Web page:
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  1. New research into Britain's fastest declining bird species has found that young turtle doves raised on a diet of seeds foraged from non-cultivated arable plants rather than food provided in people's gardens are more likely to survive after fledging. Ecologists investigated the dietary habits of European turtle doves using DNA analysis of faecal samples and found significant associations between the body condition and the source of the bird's diet. View the full article
  2. Complete brood failure in blue tits is almost always associated with the sudden and permanent disappearance of one of the parents. Scientists show in their study that the remaining parent substantially increased its effort to raise at least some of the chicks, which turned out to be successful in two thirds of the nests. View the full article
  3. Bicknell's thrush has been identified as a globally vulnerable Nearctic-Neotropical migratory bird in need of serious conservation efforts. Males and females use different habitats in winter, with females preferring middle elevation forests that are more vulnerable to human disturbance than the higher, more remote forests used by males. A new study identifies key habitat for females in the remaining fragmented montane wet forests of the Dominican Republic. View the full article
  4. Sixty-six million years ago, the world burned. An asteroid crashed to Earth with a force one million times larger than the largest atomic bomb, causing the extinction of the dinosaurs. But dinosaurs weren't the only ones that got hit hard -- in a new study, scientists learned that the planet's forests were decimated, leading to the extinction of tree-dwelling birds. View the full article
  5. Eastern hemlock forests have been declining due to a non-native insect pest. A new study presents some of the best data showing how the decline of a single tree species leads to the disappearance of birds specialized to them. The data also indicate birds associated with non-hemlock habitat features are spreading into former hemlock forests. A single insect species has led to a less diverse bird community across this landscape. View the full article
  6. Usually, birds of a feather flock together -- but in the Amazon, some flocks feature dozens of species of all shapes and colors. A new study singles out one reason why these unusually diverse flocks exist: lookout species that call in alarm when they spot dangerous predators. View the full article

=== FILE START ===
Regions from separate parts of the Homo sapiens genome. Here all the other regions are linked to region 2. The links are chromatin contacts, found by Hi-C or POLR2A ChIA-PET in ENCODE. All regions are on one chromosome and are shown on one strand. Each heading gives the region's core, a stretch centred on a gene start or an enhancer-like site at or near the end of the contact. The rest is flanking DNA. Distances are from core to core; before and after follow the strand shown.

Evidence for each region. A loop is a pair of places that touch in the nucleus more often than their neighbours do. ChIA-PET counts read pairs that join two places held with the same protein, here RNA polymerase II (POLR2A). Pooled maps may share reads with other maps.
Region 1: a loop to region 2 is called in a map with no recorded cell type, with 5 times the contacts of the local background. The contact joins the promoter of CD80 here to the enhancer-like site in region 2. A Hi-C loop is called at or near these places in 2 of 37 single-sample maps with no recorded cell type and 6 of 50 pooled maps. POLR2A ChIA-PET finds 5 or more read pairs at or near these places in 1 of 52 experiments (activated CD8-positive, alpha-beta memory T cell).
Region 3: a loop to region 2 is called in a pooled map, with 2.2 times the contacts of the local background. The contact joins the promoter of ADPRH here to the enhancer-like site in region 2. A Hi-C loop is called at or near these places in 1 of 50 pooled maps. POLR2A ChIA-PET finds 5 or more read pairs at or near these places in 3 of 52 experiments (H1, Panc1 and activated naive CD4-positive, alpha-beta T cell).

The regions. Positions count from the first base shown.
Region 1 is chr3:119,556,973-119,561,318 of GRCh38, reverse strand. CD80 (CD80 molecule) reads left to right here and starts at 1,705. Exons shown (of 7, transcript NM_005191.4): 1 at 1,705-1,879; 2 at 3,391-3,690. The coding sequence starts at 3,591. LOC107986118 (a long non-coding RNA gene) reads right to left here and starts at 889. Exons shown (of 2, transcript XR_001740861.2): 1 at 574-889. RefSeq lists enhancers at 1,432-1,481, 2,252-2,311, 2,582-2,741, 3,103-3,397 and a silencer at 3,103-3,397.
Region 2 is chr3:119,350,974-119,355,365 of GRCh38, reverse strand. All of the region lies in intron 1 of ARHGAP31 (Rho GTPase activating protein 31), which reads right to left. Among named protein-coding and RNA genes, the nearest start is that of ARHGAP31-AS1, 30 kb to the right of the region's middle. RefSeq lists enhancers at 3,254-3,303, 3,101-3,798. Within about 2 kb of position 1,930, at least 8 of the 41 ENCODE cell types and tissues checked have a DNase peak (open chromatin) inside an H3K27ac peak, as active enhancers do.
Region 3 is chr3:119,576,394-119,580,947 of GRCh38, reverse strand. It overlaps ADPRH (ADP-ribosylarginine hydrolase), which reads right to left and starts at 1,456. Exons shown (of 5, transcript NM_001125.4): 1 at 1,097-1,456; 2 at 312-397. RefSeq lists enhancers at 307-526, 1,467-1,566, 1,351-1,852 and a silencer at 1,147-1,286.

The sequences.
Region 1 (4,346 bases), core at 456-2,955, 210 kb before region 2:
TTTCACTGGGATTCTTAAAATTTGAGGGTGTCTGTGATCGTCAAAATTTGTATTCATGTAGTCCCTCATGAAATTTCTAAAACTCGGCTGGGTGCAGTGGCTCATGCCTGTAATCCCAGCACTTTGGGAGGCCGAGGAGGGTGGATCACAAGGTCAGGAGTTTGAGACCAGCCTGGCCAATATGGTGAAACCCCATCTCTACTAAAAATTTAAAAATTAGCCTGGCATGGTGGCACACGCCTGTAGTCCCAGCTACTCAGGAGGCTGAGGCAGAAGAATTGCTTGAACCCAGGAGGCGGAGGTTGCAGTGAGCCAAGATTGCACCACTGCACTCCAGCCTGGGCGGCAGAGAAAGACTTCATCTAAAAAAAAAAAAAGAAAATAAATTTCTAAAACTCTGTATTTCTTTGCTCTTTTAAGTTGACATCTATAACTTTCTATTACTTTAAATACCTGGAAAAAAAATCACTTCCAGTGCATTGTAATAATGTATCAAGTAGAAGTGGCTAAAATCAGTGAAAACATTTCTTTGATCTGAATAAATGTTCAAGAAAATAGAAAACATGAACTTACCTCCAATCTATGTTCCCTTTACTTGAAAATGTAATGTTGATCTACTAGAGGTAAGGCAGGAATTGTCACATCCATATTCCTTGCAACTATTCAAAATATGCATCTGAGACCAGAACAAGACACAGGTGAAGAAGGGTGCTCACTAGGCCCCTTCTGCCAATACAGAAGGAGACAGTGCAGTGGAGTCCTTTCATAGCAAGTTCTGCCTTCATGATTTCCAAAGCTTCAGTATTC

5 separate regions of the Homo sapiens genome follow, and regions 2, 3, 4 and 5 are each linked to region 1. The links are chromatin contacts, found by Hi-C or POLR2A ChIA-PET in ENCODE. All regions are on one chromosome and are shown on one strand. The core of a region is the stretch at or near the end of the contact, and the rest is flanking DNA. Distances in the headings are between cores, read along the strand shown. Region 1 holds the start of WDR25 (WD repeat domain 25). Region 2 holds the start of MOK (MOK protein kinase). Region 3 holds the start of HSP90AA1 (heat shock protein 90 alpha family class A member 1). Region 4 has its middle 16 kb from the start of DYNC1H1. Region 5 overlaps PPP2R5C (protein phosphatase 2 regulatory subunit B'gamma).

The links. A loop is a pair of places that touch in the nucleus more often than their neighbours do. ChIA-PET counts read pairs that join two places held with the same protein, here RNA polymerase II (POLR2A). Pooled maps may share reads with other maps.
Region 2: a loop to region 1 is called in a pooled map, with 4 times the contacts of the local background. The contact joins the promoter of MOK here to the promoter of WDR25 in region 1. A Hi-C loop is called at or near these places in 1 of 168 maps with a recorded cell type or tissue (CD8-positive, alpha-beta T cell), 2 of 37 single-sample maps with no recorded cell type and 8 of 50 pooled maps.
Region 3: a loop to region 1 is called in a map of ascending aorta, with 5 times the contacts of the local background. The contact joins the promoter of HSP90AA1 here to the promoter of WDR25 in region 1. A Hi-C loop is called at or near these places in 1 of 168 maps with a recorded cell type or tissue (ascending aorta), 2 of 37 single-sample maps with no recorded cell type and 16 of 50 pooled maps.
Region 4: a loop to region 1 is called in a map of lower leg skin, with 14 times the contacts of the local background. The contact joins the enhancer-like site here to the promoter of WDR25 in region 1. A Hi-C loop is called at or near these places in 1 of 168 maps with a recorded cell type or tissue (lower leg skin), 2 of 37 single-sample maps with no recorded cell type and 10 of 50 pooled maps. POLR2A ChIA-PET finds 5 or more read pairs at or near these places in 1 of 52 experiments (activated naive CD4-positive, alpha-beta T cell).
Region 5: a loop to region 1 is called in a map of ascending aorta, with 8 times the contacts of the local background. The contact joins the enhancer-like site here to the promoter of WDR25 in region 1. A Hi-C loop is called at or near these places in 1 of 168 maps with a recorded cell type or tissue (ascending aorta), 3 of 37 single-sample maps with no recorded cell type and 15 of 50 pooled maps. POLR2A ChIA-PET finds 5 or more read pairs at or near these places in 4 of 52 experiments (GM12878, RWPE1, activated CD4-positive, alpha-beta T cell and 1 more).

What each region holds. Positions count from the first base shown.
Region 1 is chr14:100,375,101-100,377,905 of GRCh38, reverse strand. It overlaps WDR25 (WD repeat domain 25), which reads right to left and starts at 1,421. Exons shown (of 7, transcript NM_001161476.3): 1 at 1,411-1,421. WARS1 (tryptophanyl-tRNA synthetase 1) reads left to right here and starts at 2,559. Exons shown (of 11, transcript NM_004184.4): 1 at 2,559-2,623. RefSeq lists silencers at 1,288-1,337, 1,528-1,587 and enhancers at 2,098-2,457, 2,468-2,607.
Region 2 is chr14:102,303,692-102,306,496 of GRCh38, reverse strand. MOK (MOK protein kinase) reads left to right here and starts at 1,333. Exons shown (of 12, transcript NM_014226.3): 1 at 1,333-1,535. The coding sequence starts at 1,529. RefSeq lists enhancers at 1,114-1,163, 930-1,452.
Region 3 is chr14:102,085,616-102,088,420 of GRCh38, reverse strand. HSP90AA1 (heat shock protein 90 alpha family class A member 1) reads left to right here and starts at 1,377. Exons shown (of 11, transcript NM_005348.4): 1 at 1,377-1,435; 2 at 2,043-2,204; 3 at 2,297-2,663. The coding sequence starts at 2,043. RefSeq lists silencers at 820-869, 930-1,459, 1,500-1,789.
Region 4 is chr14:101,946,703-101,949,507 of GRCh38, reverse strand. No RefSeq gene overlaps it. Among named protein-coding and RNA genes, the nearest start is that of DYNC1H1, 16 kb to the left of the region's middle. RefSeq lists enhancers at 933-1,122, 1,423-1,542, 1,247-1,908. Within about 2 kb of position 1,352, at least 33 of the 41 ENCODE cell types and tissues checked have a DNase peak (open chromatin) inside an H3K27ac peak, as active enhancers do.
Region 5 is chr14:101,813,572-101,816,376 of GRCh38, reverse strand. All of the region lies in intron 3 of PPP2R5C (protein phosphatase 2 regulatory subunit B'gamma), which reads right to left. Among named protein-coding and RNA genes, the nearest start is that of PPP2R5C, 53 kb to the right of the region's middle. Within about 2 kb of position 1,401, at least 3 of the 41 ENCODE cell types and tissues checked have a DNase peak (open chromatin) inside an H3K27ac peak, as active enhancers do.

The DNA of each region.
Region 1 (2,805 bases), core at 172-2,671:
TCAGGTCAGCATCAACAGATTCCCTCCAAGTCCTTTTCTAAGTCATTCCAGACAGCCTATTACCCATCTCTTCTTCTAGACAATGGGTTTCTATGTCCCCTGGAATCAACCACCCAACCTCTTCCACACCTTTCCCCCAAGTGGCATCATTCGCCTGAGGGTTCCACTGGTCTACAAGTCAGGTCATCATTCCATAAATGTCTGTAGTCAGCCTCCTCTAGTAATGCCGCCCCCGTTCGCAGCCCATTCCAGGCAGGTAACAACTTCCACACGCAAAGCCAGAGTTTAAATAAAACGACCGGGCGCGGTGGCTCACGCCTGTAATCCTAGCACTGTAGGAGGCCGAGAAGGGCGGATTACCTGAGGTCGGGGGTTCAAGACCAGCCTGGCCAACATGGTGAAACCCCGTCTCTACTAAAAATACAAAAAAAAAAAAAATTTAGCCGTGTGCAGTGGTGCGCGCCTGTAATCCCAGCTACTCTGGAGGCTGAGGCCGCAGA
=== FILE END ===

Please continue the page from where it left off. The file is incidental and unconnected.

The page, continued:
7. For decades, researchers have thought that access to food determined the brood size of birds. Now, biologists have discovered a completely new explanation: the body temperature of small birds can increase by more than 4°C to exceed 45°C when they are feeding their young. Larger broods would require more work, resulting in even higher body temperatures -- something the birds would probably not survive. View the full article
  8. Jackdaws recognize each other's voices and respond in greater numbers to warnings from familiar birds than strangers, new research shows. View the full article
  9. Common cuckoos and oriental cuckoos in eastern Russia appear to be expanding their breeding range into western Alaska, where songbirds are naive to the cuckoos' wily ways, researchers report. A new study suggests the North American birds could suffer significant losses if cuckoos become established in Alaska. View the full article
  10. Researchers have pieced together the three-dimensional skull of an iconic, toothed bird that represents a pivotal moment in the transition from dinosaurs to modern-day birds. View the full article
  11. Effective conservation for long-distance migrants requires knowing what's going on with them year-round -- not just when they're in North America during the breeding season. A new study uncovers yellow warblers' surprising habitat preferences in their winter home in Mexico and raises questions about what their use of agricultural habitat could mean for their future. View the full article
  12. According to the 'umbrella species' concept, preserving and managing habitat for a single high-profile species also benefits a whole suite of other species that share its habitat -- but how well does this really work? Not all species that share the same general habitat necessarily have the same specific needs, and a new study from The Condor: Ornithological Applications finds that habitat management to benefit greater-sage grouse in Wyoming can actually harm some of its songbird neighbors. View the full article
  13. Ecosystems that have been altered by human activities can provide suitable habitat for native birds, according to scientists in the United States and Australia. View the full article
  14. Where do seabirds go when their nesting colony is buried by a volcano? In 2008, the eruption of the Kasatochi volcano in the Aleutian archipelago provided a rare opportunity to track how the island's crested and least auklet populations responded when their nesting colony was abruptly destroyed. As a new study shows, the birds were surprisingly adaptable, establishing a new colony on freshly created habitat nearby in only four years. View the full article
  15. The famous Oxford Dodo died after being shot in the back of the head, according to new research. Using revolutionary forensic scanning technology and world-class expertise, researchers have discovered surprising evidence that the Oxford Dodo was shot in the neck and back of the head with a shotgun. View the full article
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